Night Work by Laurie R. King
Wizards At War by Diane Duane
Micah by Laurell K. Hamilton
Ella Enchanted by Gail Carson Levine
With Child by Laurie R. King
Musicophilia by Oliver Sacks
Holy Fools by Joanne Harris
French Women Don’t Get Fat by Mireille Guiliano
Broken Chords by Barbara Snow Gilbert
jPod by Douglas Coupland
Innocent Traitor by Alison Weir
Mozart’s Sister by Rita Charbonnier
Wildwood Dancing by Juliet Marillier
City of Ashes by Cassandra Claire
To Play the Fool by Laurie R King
Enchanted Inc by Shanna Swendson
The Bee’s Kiss by Barbara Cleverly
Because She Can by Bridie Clark
Austenland by Shannon Hale
Thursday Next: First Among Sequels by Jasper Fforde (reread)
Dancing With Werewolves by Carole Nelson Douglas
See Autumn join the local library! See her books-read lists grow exponentially!
Innocent Traitor by Alison Weir: Thank God, I finally finished this. I liked the story (I’ve always liked the Jane Grey nine days’ queen thing), but it was slow. I think I prefer Weir’s non-fiction; it moves faster.
Dancing With Werewolves by Carole Nelson Douglas: This was dull. I love Douglas’ Irene Adler series, and I enjoy paranormal/urban fantasy, so I logically thought that I’d enjoy this. Wow, was I ever wrong. It felt like it had been whipped off without much thought, and different magical talents/abilities kept being assigned to the protagonist one after another in a much too convenient way. I won’t be following the series.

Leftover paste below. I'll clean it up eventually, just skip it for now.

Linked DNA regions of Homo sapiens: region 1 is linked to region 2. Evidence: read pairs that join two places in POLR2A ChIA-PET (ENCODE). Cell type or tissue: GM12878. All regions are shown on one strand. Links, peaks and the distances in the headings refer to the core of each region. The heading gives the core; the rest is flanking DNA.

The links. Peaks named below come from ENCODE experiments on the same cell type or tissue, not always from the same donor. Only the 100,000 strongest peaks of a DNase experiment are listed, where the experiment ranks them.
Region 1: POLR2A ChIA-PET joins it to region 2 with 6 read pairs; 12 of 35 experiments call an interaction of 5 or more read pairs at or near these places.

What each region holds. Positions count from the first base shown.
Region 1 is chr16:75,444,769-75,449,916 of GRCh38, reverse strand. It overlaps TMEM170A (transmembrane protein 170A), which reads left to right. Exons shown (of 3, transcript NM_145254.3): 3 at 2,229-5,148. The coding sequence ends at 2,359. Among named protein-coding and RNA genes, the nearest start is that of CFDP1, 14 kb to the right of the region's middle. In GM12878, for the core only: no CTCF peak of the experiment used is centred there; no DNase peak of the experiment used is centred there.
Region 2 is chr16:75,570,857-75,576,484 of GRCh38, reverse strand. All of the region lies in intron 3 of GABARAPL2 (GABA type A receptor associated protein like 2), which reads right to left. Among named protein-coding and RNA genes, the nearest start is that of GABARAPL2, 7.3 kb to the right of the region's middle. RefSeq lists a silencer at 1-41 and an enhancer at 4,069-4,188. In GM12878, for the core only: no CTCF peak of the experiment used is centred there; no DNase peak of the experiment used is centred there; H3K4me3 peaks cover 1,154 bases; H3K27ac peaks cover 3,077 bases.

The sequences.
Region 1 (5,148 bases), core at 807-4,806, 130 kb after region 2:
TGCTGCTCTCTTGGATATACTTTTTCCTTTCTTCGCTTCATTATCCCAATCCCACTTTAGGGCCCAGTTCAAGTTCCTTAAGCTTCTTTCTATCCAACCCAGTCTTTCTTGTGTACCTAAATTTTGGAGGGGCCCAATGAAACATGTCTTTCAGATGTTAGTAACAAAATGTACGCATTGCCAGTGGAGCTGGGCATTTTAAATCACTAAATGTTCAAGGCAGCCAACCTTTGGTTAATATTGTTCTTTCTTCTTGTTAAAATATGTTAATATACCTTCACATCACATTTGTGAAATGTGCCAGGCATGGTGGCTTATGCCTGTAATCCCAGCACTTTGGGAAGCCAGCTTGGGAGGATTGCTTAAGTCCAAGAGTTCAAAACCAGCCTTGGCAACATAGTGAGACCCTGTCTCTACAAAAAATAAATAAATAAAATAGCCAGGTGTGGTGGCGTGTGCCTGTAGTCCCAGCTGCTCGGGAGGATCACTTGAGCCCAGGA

Musicophilia by Oliver Sacks: Not what I wanted it to be; a bit too medical-condition-ish. I preferred Daniel Levitin’s This Is Your Brain On Music.
French Women Don’t Get Fat by Mireille Guiliano: This book kind of bored me; it took me forever to get through it. It’s likely because I’m not the author’s target audience. I already do most of what she was pointing out should be done, so it was mostly useless for me. Still, it a had one or two good be-in-the-moment philosophical observations in it that came at a good time.
jPod by Douglas Coupland: How have I lived so long without Douglas Coupland? Maybe it’s my generation, or maybe it’s because I worked for three months in a room with a game-design team, or maybe it’s just my sense of humour, but I loved this book.
I finally got through to the luthier this morning. The 7/8 I was going to book for a week-long home trial sold last week.
Olivier has promised to order another one in for me to try. He has no idea when he’ll have it, though.
I’m either numb or unmoved by it. A bit disappointed, but mainly because I’d made sure my principal was going to be at orchestra this coming week to look at it. Now I won’t be able to run it by her until September. But then, I’m not having much of an emotional reaction to anything these days. I’m really run down and I just don’t have the energy.
Evidently my tweaks were good, because my client has just sent me another manuscript to evaluate, due back next Thursday. Let’s hope this one isn’t 355 pages long.
ETA: W00t! 181 pages! And an awesome opening line. This bodes well.
Today has been busy. I dropped the boy off at daycare, drove through traffic to the West Island, got my hair trimmed, picked up groceries (managing to forget liquid laundry detergent, fabric softener, and iced tea yet again), drove home, checked news and such, sent out queries regarding final details for both projects, ate lunch, and finished/fixed/polished/proofread everything.